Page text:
As the old saying goes, “imitation is the sincerest form of flattery” and Google’s latest Chrome experiment takes a page directly from that playbook. Ever since Edge browser moved to the Chromium platform, both Google and Microsoft have benefited from working together on the same Chromium code base that powers both Edge and Google’s Chrome browser. Whether it be new features, performance enhancements or security patches, a rising tide raises all ships and the two tech giants working together creates a beneficial product for their respective user bases. Win, win.
Last week, Microsoft announced the release of the Developer version of the Edge browser for Linux and we found that it installs and runs quite well on a Chromebook thanks to the Linux container found on most newer Chrome OS devices. One particular nugget that immediately grabbed my attention when browsing with Edge was the “Collections” feature that is very similar to the “Read Later” feature that Google has been working on for Chrome. The concept is simple. Instead of bookmarking an article, you simply add it to your Collections for consumption at a later time. When you’re ready to give it a read, you click the Collections icon at the top-right of Edge and a panel open on the right side of the browser with your various collections and the articles that you have saved. Now, instead of creating a ton of bookmarks and then having to clean them all up, you simply delete the article from the collection when you’re finished with it.
Google’s rendition of this feature is still in development and is currently called “Reading List.” (Formerly Read Later) The Reading List performs very much in the same way as Edge’s Collections. When you have a website open, you can right-click the Chrome tab and select “Read tab later.” It will close the tab and add it to your Reading List where you can open it later, mark it as read or delete it. In its current state, the Reading List is completely unstyled and little more than a folder on the bookmarks bar that drops down to reveal your saved pages. It is clear that there is a lot of polishing left to be done on the Reading List but now it appears that Google may be taking cues from Microsoft and adding a side panel for the feature. Here’s the commit I discovered yesterday after seeing the “side panel” flag in the latest build of Chrome OS Canary.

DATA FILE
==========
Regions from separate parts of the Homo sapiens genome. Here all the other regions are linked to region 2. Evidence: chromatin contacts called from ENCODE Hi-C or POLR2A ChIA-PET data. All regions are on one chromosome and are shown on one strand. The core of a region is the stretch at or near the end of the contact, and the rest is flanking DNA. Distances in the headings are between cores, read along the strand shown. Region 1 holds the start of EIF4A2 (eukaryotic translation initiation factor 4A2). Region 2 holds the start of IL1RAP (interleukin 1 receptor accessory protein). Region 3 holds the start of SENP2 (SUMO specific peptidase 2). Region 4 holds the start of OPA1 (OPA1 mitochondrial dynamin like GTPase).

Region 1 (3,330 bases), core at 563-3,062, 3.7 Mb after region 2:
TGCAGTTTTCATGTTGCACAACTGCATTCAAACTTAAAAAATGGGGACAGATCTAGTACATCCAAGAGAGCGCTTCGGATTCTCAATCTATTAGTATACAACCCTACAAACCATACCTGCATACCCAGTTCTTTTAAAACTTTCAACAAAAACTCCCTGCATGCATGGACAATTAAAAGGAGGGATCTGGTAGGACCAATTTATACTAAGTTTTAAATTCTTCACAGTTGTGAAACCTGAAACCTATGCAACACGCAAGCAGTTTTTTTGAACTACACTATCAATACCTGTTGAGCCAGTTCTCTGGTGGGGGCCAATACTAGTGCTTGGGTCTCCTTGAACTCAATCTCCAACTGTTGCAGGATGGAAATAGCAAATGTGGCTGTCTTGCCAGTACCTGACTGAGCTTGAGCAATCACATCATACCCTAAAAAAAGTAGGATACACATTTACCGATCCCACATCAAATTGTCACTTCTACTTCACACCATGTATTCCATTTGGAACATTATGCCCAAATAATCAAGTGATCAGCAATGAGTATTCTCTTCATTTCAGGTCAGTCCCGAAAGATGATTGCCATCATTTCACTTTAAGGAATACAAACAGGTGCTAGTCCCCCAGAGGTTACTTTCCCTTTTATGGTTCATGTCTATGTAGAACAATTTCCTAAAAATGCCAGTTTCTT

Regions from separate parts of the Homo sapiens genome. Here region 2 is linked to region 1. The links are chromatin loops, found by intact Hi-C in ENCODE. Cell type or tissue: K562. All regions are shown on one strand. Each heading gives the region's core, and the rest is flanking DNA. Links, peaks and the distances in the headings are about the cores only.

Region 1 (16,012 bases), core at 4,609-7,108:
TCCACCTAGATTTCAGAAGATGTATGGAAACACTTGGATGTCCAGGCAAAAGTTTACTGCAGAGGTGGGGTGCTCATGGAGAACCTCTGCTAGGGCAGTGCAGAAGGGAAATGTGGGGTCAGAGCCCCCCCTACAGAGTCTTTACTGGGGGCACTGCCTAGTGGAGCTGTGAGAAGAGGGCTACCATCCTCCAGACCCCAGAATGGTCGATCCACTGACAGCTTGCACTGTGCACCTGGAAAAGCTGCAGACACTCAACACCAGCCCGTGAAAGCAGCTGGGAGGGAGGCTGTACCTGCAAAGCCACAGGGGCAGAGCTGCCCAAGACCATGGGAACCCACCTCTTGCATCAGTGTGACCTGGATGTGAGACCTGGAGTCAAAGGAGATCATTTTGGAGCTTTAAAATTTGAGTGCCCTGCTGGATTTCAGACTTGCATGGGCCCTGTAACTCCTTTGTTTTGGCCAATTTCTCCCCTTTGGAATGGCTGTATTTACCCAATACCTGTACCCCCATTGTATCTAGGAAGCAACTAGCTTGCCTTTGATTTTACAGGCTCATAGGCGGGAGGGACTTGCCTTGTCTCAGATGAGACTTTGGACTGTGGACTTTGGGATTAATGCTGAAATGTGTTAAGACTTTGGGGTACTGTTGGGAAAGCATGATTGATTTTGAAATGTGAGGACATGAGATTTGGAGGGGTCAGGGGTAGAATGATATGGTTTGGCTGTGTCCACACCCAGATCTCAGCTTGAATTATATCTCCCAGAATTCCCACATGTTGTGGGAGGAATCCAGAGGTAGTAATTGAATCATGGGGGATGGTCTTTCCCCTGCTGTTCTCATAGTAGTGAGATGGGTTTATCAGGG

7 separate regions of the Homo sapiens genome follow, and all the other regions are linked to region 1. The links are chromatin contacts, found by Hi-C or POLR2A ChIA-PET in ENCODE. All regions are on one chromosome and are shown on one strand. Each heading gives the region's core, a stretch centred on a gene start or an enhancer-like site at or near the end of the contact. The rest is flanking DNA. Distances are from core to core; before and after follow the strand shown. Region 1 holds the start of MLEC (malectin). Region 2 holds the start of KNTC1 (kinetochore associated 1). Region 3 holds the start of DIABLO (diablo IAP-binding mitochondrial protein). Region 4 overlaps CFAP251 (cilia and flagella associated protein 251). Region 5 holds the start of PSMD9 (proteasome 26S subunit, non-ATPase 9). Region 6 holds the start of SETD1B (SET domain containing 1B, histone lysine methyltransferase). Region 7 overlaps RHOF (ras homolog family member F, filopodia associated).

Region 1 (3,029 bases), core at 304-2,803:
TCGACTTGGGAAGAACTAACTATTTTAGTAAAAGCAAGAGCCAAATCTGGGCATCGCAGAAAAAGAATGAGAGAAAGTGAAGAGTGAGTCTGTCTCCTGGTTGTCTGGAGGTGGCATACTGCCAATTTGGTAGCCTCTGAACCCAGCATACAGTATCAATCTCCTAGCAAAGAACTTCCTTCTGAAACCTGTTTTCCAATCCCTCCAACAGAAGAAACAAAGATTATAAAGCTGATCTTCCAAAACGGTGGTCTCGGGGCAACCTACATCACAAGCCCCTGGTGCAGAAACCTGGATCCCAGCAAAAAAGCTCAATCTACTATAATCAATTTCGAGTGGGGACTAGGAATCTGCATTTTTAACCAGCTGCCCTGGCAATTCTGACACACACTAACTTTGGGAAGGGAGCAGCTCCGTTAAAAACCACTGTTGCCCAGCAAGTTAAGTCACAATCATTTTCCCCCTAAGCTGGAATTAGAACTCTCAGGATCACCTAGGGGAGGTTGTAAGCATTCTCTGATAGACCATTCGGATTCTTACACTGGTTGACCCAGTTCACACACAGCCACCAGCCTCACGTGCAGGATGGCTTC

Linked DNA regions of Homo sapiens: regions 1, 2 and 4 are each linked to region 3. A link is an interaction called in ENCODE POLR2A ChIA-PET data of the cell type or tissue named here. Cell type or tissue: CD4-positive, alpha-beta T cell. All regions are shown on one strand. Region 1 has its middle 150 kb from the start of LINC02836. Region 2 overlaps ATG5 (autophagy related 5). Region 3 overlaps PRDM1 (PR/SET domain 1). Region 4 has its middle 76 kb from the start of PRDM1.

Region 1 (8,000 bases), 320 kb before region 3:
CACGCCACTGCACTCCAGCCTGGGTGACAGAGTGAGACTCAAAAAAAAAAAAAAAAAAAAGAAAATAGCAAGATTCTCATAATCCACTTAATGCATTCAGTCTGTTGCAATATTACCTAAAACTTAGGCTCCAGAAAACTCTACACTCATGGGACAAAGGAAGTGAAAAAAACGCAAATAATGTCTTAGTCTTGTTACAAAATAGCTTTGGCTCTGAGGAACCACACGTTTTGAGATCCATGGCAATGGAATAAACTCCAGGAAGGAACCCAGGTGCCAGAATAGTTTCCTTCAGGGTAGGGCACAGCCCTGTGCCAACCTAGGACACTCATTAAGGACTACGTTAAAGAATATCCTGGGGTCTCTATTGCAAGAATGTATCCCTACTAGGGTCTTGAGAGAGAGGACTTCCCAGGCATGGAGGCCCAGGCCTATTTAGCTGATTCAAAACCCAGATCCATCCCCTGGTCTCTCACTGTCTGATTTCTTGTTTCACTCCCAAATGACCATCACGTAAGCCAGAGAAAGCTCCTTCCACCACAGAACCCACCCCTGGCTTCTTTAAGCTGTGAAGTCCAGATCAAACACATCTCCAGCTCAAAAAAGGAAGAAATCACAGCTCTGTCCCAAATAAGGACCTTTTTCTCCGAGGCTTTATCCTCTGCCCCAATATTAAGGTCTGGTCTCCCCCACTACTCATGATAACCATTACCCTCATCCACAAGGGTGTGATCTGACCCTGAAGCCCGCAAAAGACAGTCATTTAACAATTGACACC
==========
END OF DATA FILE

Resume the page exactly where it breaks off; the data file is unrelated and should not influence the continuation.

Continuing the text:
Add side-panel prototype using read later
Experiment with hosting some content in a side panel.
When I first discovered the flag, I wasn’t sure exactly what Google was working on. At one point in time, small popup windows like free-floating chats and other web-based content used a feature referred to as “panels” and I thought this could be a reference to a similar feature. It wasn’t until I discovered the above commit and attached feature request that it became clear that Chrome could soon use the same vertical panel for its reading list that Edge does for its Collections feature. The Reading List feature in Chrome is still a work in progress but it is functional in the Canary channel. Unfortunately, enabling the “side panel” flag breaks the reading list feature and clicking the icon results in the Chrome browser crashing. This isn’t unusual for a new feature as the moving parts required to make it work are still being put into their proper places.
Any way you slice it, the side panel feature could be a very cool addition to the Chrome landscape and it shows the great benefits of open source and cross platform development. Ironically, Google already has a “Collections” platform that offers a similar functionality by letting you add web pages to your person “collections” web site that you can find at google.com/collections. It is unclear whether or not Chrome’s Reading List and Google Collections will eventually merge into one being but I suspect that Google will steer clear of using the “Collections” nomenclature for the Chrome feature as Microsoft already laid claim to it. We shall see. Either way, I like the idea of a quick-look option for saved articles that doesn’t require me to create bookmarks. My only wish is that Google will eventually make a way for users to collaborate inside the Reading List and their Collections in the same way you can with Google Keep and other Google products.
Source: Chromium Repository